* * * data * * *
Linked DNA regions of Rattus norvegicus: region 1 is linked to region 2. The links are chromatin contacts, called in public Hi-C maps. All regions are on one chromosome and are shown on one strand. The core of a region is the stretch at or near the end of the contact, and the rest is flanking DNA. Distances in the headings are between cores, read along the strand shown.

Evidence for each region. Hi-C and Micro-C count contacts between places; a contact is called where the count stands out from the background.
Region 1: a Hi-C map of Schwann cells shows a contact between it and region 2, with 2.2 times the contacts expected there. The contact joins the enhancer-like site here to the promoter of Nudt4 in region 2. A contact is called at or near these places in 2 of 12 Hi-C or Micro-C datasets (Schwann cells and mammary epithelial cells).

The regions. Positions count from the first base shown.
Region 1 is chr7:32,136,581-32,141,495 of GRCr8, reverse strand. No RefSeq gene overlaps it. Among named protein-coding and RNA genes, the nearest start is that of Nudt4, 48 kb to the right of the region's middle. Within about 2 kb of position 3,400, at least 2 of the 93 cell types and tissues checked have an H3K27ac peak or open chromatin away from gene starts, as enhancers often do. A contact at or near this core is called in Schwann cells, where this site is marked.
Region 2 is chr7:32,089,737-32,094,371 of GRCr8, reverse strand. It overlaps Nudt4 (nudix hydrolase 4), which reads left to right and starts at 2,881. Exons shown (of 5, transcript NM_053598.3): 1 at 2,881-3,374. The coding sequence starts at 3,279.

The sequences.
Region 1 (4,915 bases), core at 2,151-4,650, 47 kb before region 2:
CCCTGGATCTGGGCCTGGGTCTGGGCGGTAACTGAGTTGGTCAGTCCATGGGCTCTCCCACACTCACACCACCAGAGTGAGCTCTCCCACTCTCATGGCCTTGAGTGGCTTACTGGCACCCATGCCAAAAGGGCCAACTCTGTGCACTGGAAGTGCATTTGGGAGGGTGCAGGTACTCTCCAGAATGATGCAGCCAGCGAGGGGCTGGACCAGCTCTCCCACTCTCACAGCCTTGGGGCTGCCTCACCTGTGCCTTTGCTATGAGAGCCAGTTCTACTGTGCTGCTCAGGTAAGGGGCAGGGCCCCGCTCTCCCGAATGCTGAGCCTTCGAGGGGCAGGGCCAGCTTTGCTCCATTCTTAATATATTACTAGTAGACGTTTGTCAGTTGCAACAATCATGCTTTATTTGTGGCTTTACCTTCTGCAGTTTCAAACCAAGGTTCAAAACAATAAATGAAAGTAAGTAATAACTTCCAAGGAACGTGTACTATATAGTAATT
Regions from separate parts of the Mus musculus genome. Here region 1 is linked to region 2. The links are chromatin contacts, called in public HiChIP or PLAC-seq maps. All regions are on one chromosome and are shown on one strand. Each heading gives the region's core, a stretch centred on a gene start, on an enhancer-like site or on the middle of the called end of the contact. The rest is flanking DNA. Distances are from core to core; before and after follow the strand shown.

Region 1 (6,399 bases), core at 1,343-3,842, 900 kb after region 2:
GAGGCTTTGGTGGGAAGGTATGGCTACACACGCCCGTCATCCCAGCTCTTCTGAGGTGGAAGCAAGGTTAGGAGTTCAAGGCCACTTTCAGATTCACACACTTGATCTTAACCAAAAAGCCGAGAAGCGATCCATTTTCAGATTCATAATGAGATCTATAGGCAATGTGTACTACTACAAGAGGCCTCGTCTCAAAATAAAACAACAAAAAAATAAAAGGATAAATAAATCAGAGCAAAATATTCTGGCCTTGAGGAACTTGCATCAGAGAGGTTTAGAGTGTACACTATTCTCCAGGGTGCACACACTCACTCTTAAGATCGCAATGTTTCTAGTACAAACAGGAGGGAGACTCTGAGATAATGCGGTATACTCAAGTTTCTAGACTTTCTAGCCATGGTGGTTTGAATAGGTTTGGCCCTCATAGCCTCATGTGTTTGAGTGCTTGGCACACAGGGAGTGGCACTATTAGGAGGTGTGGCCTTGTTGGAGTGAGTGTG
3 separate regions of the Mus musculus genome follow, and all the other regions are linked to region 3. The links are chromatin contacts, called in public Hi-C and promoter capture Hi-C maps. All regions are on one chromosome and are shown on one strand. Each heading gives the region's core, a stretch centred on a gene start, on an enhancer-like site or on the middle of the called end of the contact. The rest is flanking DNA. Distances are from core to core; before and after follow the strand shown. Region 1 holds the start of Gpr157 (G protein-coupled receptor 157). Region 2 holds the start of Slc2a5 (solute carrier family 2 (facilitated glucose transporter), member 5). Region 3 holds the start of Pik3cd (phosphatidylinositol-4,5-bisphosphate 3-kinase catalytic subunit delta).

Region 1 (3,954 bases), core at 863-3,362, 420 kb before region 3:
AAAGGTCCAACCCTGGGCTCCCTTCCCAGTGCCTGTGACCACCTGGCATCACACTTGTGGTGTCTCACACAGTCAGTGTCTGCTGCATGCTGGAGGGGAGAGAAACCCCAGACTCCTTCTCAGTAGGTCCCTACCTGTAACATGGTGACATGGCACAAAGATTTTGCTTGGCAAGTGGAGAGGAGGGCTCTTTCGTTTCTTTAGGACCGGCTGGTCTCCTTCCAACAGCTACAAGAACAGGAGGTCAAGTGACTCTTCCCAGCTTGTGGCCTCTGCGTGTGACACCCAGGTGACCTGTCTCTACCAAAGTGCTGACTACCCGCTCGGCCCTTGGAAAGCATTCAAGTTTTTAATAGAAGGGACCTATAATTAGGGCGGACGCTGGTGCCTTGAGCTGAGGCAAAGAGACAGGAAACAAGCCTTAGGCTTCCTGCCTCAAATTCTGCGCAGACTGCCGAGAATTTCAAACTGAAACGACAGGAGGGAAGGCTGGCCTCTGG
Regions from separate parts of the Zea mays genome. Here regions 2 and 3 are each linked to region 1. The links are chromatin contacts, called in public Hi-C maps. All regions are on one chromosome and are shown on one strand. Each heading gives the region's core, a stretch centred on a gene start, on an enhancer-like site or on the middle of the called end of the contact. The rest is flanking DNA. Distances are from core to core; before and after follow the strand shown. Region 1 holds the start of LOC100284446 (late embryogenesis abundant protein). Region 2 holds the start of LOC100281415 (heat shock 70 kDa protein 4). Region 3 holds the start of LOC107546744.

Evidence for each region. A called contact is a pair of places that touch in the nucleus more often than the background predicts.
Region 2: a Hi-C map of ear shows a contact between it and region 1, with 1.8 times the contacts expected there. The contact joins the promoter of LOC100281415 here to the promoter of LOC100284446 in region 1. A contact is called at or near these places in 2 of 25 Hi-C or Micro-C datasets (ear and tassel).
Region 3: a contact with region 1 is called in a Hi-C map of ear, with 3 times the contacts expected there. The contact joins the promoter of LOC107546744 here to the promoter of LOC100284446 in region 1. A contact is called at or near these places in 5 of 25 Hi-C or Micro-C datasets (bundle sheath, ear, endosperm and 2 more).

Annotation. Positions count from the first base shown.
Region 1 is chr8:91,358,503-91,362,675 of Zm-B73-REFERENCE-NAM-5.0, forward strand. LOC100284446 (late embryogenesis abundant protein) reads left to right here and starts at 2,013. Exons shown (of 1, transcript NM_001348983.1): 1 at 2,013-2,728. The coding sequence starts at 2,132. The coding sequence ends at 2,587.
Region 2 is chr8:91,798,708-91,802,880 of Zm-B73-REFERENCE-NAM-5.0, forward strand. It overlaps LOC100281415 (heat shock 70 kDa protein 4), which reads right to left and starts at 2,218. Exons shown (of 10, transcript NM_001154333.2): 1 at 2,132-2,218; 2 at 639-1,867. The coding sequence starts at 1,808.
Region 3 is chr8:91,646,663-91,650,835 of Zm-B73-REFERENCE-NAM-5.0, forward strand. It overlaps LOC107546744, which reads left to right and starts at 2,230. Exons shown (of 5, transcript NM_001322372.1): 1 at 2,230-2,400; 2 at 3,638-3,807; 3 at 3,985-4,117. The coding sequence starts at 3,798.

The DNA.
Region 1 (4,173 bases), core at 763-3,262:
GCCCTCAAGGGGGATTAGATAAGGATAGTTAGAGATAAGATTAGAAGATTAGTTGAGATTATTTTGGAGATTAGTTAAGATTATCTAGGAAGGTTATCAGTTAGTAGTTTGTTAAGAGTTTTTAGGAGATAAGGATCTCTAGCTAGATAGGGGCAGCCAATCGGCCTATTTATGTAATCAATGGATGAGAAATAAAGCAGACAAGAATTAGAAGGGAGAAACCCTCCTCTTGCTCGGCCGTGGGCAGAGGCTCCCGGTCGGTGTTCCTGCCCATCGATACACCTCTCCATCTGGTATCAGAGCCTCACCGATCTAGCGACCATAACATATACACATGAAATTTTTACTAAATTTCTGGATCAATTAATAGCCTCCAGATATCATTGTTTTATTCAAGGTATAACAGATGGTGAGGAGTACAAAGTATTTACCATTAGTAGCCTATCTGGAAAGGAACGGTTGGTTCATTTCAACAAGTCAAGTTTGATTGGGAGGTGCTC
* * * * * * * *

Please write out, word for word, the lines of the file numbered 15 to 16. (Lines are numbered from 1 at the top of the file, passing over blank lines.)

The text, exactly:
AAAGGTCCAACCCTGGGCTCCCTTCCCAGTGCCTGTGACCACCTGGCATCACACTTGTGGTGTCTCACACAGTCAGTGTCTGCTGCATGCTGGAGGGGAGAGAAACCCCAGACTCCTTCTCAGTAGGTCCCTACCTGTAACATGGTGACATGGCACAAAGATTTTGCTTGGCAAGTGGAGAGGAGGGCTCTTTCGTTTCTTTAGGACCGGCTGGTCTCCTTCCAACAGCTACAAGAACAGGAGGTCAAGTGACTCTTCCCAGCTTGTGGCCTCTGCGTGTGACACCCAGGTGACCTGTCTCTACCAAAGTGCTGACTACCCGCTCGGCCCTTGGAAAGCATTCAAGTTTTTAATAGAAGGGACCTATAATTAGGGCGGACGCTGGTGCCTTGAGCTGAGGCAAAGAGACAGGAAACAAGCCTTAGGCTTCCTGCCTCAAATTCTGCGCAGACTGCCGAGAATTTCAAACTGAAACGACAGGAGGGAAGGCTGGCCTCTGG
Regions from separate parts of the Zea mays genome. Here regions 2 and 3 are each linked to region 1. The links are chromatin contacts, called in public Hi-C maps. All regions are on one chromosome and are shown on one strand. Each heading gives the region's core, a stretch centred on a gene start, on an enhancer-like site or on the middle of the called end of the contact. The rest is flanking DNA. Distances are from core to core; before and after follow the strand shown. Region 1 holds the start of LOC100284446 (late embryogenesis abundant protein). Region 2 holds the start of LOC100281415 (heat shock 70 kDa protein 4). Region 3 holds the start of LOC107546744.